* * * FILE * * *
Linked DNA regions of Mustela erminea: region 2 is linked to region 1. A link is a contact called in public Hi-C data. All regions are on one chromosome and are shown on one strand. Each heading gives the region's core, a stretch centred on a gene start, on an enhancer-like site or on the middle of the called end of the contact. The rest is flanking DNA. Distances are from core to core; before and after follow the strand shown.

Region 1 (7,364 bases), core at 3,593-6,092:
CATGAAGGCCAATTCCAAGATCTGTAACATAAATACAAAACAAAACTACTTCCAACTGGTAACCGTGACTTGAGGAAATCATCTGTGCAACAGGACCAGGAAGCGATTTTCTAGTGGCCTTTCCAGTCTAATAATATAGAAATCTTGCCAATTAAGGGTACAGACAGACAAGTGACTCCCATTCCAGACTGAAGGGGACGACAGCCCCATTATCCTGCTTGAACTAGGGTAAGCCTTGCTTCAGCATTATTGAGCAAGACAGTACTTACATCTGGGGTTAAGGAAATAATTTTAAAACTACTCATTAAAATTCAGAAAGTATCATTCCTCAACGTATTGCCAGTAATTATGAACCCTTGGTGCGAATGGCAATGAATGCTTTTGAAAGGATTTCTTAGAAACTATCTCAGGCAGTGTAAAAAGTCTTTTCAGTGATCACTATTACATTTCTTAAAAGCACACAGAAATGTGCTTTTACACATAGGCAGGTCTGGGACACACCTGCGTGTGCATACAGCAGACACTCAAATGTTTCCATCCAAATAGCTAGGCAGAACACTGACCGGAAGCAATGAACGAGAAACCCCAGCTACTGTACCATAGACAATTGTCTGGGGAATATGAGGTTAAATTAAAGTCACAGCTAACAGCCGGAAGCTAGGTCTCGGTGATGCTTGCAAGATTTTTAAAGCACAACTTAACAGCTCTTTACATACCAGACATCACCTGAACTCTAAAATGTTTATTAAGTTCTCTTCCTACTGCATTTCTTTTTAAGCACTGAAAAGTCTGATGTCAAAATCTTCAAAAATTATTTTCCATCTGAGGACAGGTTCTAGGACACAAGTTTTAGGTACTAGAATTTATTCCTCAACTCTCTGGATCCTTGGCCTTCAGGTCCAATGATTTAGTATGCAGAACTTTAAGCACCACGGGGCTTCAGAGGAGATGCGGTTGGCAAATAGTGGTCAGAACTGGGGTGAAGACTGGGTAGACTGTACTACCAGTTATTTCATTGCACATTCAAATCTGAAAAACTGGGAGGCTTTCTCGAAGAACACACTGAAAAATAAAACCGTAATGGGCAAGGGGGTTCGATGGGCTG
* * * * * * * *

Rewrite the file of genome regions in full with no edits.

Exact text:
Linked DNA regions of Mustela erminea: region 2 is linked to region 1. A link is a contact called in public Hi-C data. All regions are on one chromosome and are shown on one strand. Each heading gives the region's core, a stretch centred on a gene start, on an enhancer-like site or on the middle of the called end of the contact. The rest is flanking DNA. Distances are from core to core; before and after follow the strand shown.

Region 1 (7,364 bases), core at 3,593-6,092:
CATGAAGGCCAATTCCAAGATCTGTAACATAAATACAAAACAAAACTACTTCCAACTGGTAACCGTGACTTGAGGAAATCATCTGTGCAACAGGACCAGGAAGCGATTTTCTAGTGGCCTTTCCAGTCTAATAATATAGAAATCTTGCCAATTAAGGGTACAGACAGACAAGTGACTCCCATTCCAGACTGAAGGGGACGACAGCCCCATTATCCTGCTTGAACTAGGGTAAGCCTTGCTTCAGCATTATTGAGCAAGACAGTACTTACATCTGGGGTTAAGGAAATAATTTTAAAACTACTCATTAAAATTCAGAAAGTATCATTCCTCAACGTATTGCCAGTAATTATGAACCCTTGGTGCGAATGGCAATGAATGCTTTTGAAAGGATTTCTTAGAAACTATCTCAGGCAGTGTAAAAAGTCTTTTCAGTGATCACTATTACATTTCTTAAAAGCACACAGAAATGTGCTTTTACACATAGGCAGGTCTGGGACACACCTGCGTGTGCATACAGCAGACACTCAAATGTTTCCATCCAAATAGCTAGGCAGAACACTGACCGGAAGCAATGAACGAGAAACCCCAGCTACTGTACCATAGACAATTGTCTGGGGAATATGAGGTTAAATTAAAGTCACAGCTAACAGCCGGAAGCTAGGTCTCGGTGATGCTTGCAAGATTTTTAAAGCACAACTTAACAGCTCTTTACATACCAGACATCACCTGAACTCTAAAATGTTTATTAAGTTCTCTTCCTACTGCATTTCTTTTTAAGCACTGAAAAGTCTGATGTCAAAATCTTCAAAAATTATTTTCCATCTGAGGACAGGTTCTAGGACACAAGTTTTAGGTACTAGAATTTATTCCTCAACTCTCTGGATCCTTGGCCTTCAGGTCCAATGATTTAGTATGCAGAACTTTAAGCACCACGGGGCTTCAGAGGAGATGCGGTTGGCAAATAGTGGTCAGAACTGGGGTGAAGACTGGGTAGACTGTACTACCAGTTATTTCATTGCACATTCAAATCTGAAAAACTGGGAGGCTTTCTCGAAGAACACACTGAAAAATAAAACCGTAATGGGCAAGGGGGTTCGATGGGCTG